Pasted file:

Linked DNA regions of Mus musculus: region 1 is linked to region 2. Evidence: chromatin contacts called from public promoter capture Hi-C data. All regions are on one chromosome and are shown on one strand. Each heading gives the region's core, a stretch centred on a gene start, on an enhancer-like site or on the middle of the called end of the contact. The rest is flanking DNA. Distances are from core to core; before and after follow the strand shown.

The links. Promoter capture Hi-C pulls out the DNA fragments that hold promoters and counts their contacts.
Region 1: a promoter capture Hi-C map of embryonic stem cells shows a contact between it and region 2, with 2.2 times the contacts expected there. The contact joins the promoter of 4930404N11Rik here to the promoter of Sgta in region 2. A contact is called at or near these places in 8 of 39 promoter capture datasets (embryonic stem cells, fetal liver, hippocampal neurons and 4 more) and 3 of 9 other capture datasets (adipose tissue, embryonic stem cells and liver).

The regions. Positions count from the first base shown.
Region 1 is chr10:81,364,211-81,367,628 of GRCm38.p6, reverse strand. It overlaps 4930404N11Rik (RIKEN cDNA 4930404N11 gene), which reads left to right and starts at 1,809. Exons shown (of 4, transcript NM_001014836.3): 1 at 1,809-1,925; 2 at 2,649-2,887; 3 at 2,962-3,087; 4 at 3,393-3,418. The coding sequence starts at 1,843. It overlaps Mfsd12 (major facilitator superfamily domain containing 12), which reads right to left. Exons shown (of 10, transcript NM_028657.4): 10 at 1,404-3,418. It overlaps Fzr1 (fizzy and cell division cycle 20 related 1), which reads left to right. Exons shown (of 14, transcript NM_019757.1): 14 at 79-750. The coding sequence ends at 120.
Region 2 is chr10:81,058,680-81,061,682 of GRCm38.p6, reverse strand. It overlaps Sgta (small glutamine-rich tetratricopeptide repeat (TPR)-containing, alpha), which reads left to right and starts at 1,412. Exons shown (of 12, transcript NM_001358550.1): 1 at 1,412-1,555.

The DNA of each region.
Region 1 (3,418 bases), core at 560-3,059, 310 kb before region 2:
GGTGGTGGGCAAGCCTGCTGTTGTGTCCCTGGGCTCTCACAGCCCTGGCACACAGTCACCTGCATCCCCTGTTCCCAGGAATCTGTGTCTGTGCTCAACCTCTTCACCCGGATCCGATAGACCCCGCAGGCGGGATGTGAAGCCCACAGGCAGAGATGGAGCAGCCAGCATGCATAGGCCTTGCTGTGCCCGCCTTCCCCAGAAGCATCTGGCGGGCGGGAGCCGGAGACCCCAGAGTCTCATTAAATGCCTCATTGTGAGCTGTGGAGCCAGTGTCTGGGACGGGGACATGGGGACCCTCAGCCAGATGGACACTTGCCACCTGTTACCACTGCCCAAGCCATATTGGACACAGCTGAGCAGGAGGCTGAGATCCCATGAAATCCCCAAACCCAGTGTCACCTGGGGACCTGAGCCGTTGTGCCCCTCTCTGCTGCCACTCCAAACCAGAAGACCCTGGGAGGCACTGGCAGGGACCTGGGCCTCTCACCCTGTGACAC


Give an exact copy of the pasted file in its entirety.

Linked DNA regions of Mus musculus: region 1 is linked to region 2. Evidence: chromatin contacts called from public promoter capture Hi-C data. All regions are on one chromosome and are shown on one strand. Each heading gives the region's core, a stretch centred on a gene start, on an enhancer-like site or on the middle of the called end of the contact. The rest is flanking DNA. Distances are from core to core; before and after follow the strand shown.

The links. Promoter capture Hi-C pulls out the DNA fragments that hold promoters and counts their contacts.
Region 1: a promoter capture Hi-C map of embryonic stem cells shows a contact between it and region 2, with 2.2 times the contacts expected there. The contact joins the promoter of 4930404N11Rik here to the promoter of Sgta in region 2. A contact is called at or near these places in 8 of 39 promoter capture datasets (embryonic stem cells, fetal liver, hippocampal neurons and 4 more) and 3 of 9 other capture datasets (adipose tissue, embryonic stem cells and liver).

The regions. Positions count from the first base shown.
Region 1 is chr10:81,364,211-81,367,628 of GRCm38.p6, reverse strand. It overlaps 4930404N11Rik (RIKEN cDNA 4930404N11 gene), which reads left to right and starts at 1,809. Exons shown (of 4, transcript NM_001014836.3): 1 at 1,809-1,925; 2 at 2,649-2,887; 3 at 2,962-3,087; 4 at 3,393-3,418. The coding sequence starts at 1,843. It overlaps Mfsd12 (major facilitator superfamily domain containing 12), which reads right to left. Exons shown (of 10, transcript NM_028657.4): 10 at 1,404-3,418. It overlaps Fzr1 (fizzy and cell division cycle 20 related 1), which reads left to right. Exons shown (of 14, transcript NM_019757.1): 14 at 79-750. The coding sequence ends at 120.
Region 2 is chr10:81,058,680-81,061,682 of GRCm38.p6, reverse strand. It overlaps Sgta (small glutamine-rich tetratricopeptide repeat (TPR)-containing, alpha), which reads left to right and starts at 1,412. Exons shown (of 12, transcript NM_001358550.1): 1 at 1,412-1,555.

The DNA of each region.
Region 1 (3,418 bases), core at 560-3,059, 310 kb before region 2:
GGTGGTGGGCAAGCCTGCTGTTGTGTCCCTGGGCTCTCACAGCCCTGGCACACAGTCACCTGCATCCCCTGTTCCCAGGAATCTGTGTCTGTGCTCAACCTCTTCACCCGGATCCGATAGACCCCGCAGGCGGGATGTGAAGCCCACAGGCAGAGATGGAGCAGCCAGCATGCATAGGCCTTGCTGTGCCCGCCTTCCCCAGAAGCATCTGGCGGGCGGGAGCCGGAGACCCCAGAGTCTCATTAAATGCCTCATTGTGAGCTGTGGAGCCAGTGTCTGGGACGGGGACATGGGGACCCTCAGCCAGATGGACACTTGCCACCTGTTACCACTGCCCAAGCCATATTGGACACAGCTGAGCAGGAGGCTGAGATCCCATGAAATCCCCAAACCCAGTGTCACCTGGGGACCTGAGCCGTTGTGCCCCTCTCTGCTGCCACTCCAAACCAGAAGACCCTGGGAGGCACTGGCAGGGACCTGGGCCTCTCACCCTGTGACAC